Tweet Deck is a different way to use everyone’s favorite social media platform; Twitter. This is my first attempt at it, and it’s kind of overwhelming. I don’t tweet a lot, nor do I have an abundance of followers, so it doesn’t make much sense for me to use tweet deck, in my opinion. This free service allows you to view all parts of your twitter account on one screen at one time, and it lets you schedule your tweets in advance to be sent out at a certain time and day.

I did this for an assignment for my Cap 105 class at GVSU, so I used the hashtag #cap105gvsu in all of my tweets. I just tweets random things for five days straight that will begin posting on my twitter page (@shelbycorliss) today, November 12.

I can see tweet deck being beneficial for busy individuals who still want to be very involved on social media, or someone who doesn’t especially like social media, but must use it for promotion purposes, potentially a CEO of a company or a celebrity. However, I am neither of these, and I actually enjoy wasting my time on twitter during the day. I tried this, but I will be sticking to the classic twitter page when it comes to tweeting and browsing my newsfeed.

Check out my twitter! @shelbycorliss

Below are screenshots of my tweet deck experience.

APA Format:

Shelby Corliss. November 12 2015. Tweetdeck Assignment. Screenshot. Retrieved from Tweetdeck.com

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tweet deck2

Doug Conant Visits GVSU

Doug Conant is man with stories, one’s he wants to share with the world; because stories stick. I was lucky enough to sit in on a close knit conversation with him and a few other peers of mine last week. I was able to hear some of his stories, and they were very insightful.

Doug is the man who “put chicken back in chicken noodle soup”. He is the founder of Conant Leadership, Former CEO of Campbell Soup, Chairman of KELI and Chairman of Avon. He is dedicated to helping improve the quality of leadership in the 21st century, and that’s exactly what he is doing.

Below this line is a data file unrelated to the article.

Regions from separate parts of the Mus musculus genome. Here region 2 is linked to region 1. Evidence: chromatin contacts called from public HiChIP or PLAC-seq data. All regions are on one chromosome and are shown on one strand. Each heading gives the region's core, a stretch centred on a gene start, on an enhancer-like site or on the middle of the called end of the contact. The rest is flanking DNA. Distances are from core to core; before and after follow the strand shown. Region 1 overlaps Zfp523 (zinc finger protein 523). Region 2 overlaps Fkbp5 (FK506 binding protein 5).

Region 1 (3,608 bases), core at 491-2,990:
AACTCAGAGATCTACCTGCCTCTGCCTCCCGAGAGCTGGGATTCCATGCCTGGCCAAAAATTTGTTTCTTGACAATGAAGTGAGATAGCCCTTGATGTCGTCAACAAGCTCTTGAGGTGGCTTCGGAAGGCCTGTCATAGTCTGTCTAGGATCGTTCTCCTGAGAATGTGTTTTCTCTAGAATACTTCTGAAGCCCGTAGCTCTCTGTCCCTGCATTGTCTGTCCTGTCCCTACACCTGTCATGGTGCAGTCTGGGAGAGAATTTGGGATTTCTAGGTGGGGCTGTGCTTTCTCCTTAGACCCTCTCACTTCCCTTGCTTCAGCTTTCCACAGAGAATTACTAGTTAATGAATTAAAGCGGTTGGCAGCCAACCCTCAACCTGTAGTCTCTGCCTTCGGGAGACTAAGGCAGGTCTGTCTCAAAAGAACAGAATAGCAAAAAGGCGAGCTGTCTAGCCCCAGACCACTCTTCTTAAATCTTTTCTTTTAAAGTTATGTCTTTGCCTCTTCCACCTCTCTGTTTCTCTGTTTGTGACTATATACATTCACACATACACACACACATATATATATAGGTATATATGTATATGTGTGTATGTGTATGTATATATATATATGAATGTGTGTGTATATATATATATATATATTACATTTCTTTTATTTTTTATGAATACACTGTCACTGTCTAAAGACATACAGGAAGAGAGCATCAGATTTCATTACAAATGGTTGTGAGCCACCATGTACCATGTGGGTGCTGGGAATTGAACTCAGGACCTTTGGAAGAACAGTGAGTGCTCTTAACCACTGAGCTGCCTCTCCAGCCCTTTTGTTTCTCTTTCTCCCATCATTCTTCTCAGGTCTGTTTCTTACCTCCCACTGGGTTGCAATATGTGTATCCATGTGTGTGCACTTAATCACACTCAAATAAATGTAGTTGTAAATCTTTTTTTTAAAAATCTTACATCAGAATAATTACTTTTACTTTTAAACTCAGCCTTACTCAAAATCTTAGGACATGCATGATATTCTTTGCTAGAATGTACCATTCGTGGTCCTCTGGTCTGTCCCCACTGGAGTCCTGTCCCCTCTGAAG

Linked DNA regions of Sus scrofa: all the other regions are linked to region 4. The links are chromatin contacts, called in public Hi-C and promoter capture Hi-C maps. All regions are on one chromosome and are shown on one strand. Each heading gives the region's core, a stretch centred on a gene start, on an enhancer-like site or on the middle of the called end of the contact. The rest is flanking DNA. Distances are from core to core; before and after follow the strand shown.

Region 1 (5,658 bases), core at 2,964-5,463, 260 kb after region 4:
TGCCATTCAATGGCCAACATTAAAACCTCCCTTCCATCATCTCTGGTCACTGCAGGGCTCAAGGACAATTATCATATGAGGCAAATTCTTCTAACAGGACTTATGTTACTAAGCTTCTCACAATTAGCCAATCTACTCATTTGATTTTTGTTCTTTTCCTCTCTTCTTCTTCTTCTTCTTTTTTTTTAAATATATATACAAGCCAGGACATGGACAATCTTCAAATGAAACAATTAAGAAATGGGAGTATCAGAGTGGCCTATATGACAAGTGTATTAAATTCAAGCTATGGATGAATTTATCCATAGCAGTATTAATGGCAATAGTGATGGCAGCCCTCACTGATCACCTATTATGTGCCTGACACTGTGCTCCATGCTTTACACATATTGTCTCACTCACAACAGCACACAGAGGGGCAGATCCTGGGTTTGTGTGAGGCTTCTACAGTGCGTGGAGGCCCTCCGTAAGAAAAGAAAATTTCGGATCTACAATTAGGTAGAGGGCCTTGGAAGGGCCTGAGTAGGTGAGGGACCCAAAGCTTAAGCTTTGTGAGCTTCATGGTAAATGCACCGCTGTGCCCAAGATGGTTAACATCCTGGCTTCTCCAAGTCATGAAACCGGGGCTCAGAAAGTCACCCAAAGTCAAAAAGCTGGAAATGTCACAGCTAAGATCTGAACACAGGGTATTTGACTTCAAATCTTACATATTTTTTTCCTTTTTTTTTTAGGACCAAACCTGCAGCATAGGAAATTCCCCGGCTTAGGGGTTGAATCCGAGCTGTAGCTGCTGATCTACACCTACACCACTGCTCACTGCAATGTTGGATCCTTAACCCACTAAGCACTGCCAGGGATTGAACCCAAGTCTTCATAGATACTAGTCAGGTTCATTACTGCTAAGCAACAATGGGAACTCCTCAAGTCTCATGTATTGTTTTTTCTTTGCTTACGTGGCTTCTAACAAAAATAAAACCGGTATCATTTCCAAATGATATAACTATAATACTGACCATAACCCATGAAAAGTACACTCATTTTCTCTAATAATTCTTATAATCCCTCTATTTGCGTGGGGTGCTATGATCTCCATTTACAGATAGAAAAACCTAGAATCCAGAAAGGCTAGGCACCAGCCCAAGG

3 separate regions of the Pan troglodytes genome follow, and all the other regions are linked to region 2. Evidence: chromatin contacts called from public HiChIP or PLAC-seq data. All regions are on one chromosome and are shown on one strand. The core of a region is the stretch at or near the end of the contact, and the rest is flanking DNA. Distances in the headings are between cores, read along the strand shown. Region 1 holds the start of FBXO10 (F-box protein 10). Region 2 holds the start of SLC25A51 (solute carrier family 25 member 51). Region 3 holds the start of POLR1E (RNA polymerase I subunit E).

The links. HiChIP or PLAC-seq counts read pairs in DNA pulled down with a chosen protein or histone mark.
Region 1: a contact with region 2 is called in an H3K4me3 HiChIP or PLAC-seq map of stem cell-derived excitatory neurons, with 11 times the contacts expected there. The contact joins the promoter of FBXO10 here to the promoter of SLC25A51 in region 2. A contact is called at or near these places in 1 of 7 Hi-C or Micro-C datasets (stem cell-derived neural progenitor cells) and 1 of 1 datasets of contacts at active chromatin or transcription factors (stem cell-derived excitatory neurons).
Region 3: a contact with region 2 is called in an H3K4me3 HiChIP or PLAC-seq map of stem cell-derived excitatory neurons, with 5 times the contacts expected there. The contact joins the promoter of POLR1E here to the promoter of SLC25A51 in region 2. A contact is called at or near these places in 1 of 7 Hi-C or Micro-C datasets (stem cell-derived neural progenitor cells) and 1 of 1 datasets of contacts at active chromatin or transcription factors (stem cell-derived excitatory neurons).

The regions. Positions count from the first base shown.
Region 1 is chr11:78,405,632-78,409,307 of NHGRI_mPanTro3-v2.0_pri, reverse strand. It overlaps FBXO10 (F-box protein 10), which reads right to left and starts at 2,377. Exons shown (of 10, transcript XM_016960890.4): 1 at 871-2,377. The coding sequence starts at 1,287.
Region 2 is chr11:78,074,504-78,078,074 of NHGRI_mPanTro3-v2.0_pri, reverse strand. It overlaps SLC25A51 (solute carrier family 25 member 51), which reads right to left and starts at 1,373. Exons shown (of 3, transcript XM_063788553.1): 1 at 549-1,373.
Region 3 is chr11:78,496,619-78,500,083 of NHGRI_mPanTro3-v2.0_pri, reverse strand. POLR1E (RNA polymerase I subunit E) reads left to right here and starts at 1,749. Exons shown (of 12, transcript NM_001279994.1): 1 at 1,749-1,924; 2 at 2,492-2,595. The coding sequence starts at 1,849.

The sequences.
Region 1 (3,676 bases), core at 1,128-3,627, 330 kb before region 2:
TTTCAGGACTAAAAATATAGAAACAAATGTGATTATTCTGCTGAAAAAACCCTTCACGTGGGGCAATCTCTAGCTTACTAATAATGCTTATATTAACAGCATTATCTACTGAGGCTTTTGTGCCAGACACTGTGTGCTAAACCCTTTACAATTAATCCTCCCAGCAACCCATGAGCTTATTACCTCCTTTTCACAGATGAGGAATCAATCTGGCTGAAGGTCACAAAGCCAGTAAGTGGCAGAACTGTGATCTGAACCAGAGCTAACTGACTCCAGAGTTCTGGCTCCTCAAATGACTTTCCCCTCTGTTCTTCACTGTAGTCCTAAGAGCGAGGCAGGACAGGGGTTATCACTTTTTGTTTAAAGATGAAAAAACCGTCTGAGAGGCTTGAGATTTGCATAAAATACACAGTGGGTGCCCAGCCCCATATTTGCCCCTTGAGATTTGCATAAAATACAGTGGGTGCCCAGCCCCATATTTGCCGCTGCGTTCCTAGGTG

Each point he made, began with a story. They each ended with a lesson. He believes deeply in using storytelling as a way to be and become a better leader. Changing the way that we look at situations can change our entire life. We need to realize that each interaction in an opportunity to help, instead of a hassle or an annoyance. When you go into work in the morning, you’re going to get those phone calls, those emails, those meetings, and those conversations that have to be had. It can be a stress, or you can make it into an opportunity. To help, to better, and to change the world in which you live.

The past CEO of Campbell’s soup told us, what we need to realize is that “pushing away the world isn’t the right way to go about things. In the world of work, you need to be responsive. There is a story that needs to be told, because people are creating a new paradigm of getting stuff done in small(er) interactions”. Take the day one moment at a time. One phone call, email, meeting, or conversation; make each interaction with someone and attempt to make a difference.

How can we make that difference?

Doug touched on “touch points”, which he wrote an award winning book about, that I recommend for anyone going into a career centered on people. The touch point’s model basically means, that in order to make a difference you must be more like the people who have made an impact on your life.

Think of someone in your life who means a lot to you. Is there something that person has said, that has stuck with you? Has changed you? Has impacted your life?

Be like that person.

In short, there are four parts to touch points. Be there for people. Ask how you can help. Connect back after your attempt to help, and ask how it went. (Show you care) And lastly, make it personal. Make things personally relevant to people, and make that connection with others.

At the end of the discussion, we were left with a process that has worked very well for Doug in every aspect of his life. If we want to be successful in this business, and in life, we need to be tough minded on standards and tender hearted on people. If we can do this, a positive, flowing, work environment will be much better for everyone.